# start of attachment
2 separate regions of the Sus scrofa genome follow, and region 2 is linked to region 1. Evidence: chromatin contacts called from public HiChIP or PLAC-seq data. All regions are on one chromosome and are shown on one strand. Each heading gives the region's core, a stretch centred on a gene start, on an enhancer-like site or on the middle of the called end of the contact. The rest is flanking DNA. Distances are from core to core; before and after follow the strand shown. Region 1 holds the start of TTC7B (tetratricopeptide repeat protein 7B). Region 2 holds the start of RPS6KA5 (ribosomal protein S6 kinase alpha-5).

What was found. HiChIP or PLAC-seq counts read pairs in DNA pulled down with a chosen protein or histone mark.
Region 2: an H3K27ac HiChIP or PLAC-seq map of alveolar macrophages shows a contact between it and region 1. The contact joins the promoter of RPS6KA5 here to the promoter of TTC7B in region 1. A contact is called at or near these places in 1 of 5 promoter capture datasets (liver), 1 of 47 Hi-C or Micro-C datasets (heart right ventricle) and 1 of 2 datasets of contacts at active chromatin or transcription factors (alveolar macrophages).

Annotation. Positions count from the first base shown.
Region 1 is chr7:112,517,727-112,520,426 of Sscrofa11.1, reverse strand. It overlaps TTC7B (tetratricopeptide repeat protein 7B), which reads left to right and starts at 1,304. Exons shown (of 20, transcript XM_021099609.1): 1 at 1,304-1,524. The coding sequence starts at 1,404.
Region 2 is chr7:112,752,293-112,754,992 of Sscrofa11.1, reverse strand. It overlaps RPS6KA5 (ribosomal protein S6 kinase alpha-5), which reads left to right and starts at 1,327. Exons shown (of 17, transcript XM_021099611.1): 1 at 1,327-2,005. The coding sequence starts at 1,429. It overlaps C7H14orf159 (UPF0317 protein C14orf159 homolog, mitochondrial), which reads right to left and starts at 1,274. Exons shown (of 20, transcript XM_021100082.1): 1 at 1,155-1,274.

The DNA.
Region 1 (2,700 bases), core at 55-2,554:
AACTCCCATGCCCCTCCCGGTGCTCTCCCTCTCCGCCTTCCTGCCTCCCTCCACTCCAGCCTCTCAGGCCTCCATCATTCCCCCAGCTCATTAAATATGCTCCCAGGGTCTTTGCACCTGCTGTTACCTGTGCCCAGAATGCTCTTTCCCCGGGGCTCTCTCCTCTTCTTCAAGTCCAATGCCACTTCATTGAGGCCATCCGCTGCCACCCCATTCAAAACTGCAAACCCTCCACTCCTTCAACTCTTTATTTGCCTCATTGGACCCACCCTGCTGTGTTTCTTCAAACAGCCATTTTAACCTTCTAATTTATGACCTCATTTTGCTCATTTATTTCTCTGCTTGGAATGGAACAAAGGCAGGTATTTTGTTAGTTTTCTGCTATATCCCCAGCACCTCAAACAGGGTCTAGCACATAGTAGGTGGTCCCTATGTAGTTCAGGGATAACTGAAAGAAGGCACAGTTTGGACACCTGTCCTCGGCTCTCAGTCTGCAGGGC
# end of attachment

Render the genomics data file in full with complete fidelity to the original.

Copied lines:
2 separate regions of the Sus scrofa genome follow, and region 2 is linked to region 1. Evidence: chromatin contacts called from public HiChIP or PLAC-seq data. All regions are on one chromosome and are shown on one strand. Each heading gives the region's core, a stretch centred on a gene start, on an enhancer-like site or on the middle of the called end of the contact. The rest is flanking DNA. Distances are from core to core; before and after follow the strand shown. Region 1 holds the start of TTC7B (tetratricopeptide repeat protein 7B). Region 2 holds the start of RPS6KA5 (ribosomal protein S6 kinase alpha-5).

What was found. HiChIP or PLAC-seq counts read pairs in DNA pulled down with a chosen protein or histone mark.
Region 2: an H3K27ac HiChIP or PLAC-seq map of alveolar macrophages shows a contact between it and region 1. The contact joins the promoter of RPS6KA5 here to the promoter of TTC7B in region 1. A contact is called at or near these places in 1 of 5 promoter capture datasets (liver), 1 of 47 Hi-C or Micro-C datasets (heart right ventricle) and 1 of 2 datasets of contacts at active chromatin or transcription factors (alveolar macrophages).

Annotation. Positions count from the first base shown.
Region 1 is chr7:112,517,727-112,520,426 of Sscrofa11.1, reverse strand. It overlaps TTC7B (tetratricopeptide repeat protein 7B), which reads left to right and starts at 1,304. Exons shown (of 20, transcript XM_021099609.1): 1 at 1,304-1,524. The coding sequence starts at 1,404.
Region 2 is chr7:112,752,293-112,754,992 of Sscrofa11.1, reverse strand. It overlaps RPS6KA5 (ribosomal protein S6 kinase alpha-5), which reads left to right and starts at 1,327. Exons shown (of 17, transcript XM_021099611.1): 1 at 1,327-2,005. The coding sequence starts at 1,429. It overlaps C7H14orf159 (UPF0317 protein C14orf159 homolog, mitochondrial), which reads right to left and starts at 1,274. Exons shown (of 20, transcript XM_021100082.1): 1 at 1,155-1,274.

The DNA.
Region 1 (2,700 bases), core at 55-2,554:
AACTCCCATGCCCCTCCCGGTGCTCTCCCTCTCCGCCTTCCTGCCTCCCTCCACTCCAGCCTCTCAGGCCTCCATCATTCCCCCAGCTCATTAAATATGCTCCCAGGGTCTTTGCACCTGCTGTTACCTGTGCCCAGAATGCTCTTTCCCCGGGGCTCTCTCCTCTTCTTCAAGTCCAATGCCACTTCATTGAGGCCATCCGCTGCCACCCCATTCAAAACTGCAAACCCTCCACTCCTTCAACTCTTTATTTGCCTCATTGGACCCACCCTGCTGTGTTTCTTCAAACAGCCATTTTAACCTTCTAATTTATGACCTCATTTTGCTCATTTATTTCTCTGCTTGGAATGGAACAAAGGCAGGTATTTTGTTAGTTTTCTGCTATATCCCCAGCACCTCAAACAGGGTCTAGCACATAGTAGGTGGTCCCTATGTAGTTCAGGGATAACTGAAAGAAGGCACAGTTTGGACACCTGTCCTCGGCTCTCAGTCTGCAGGGC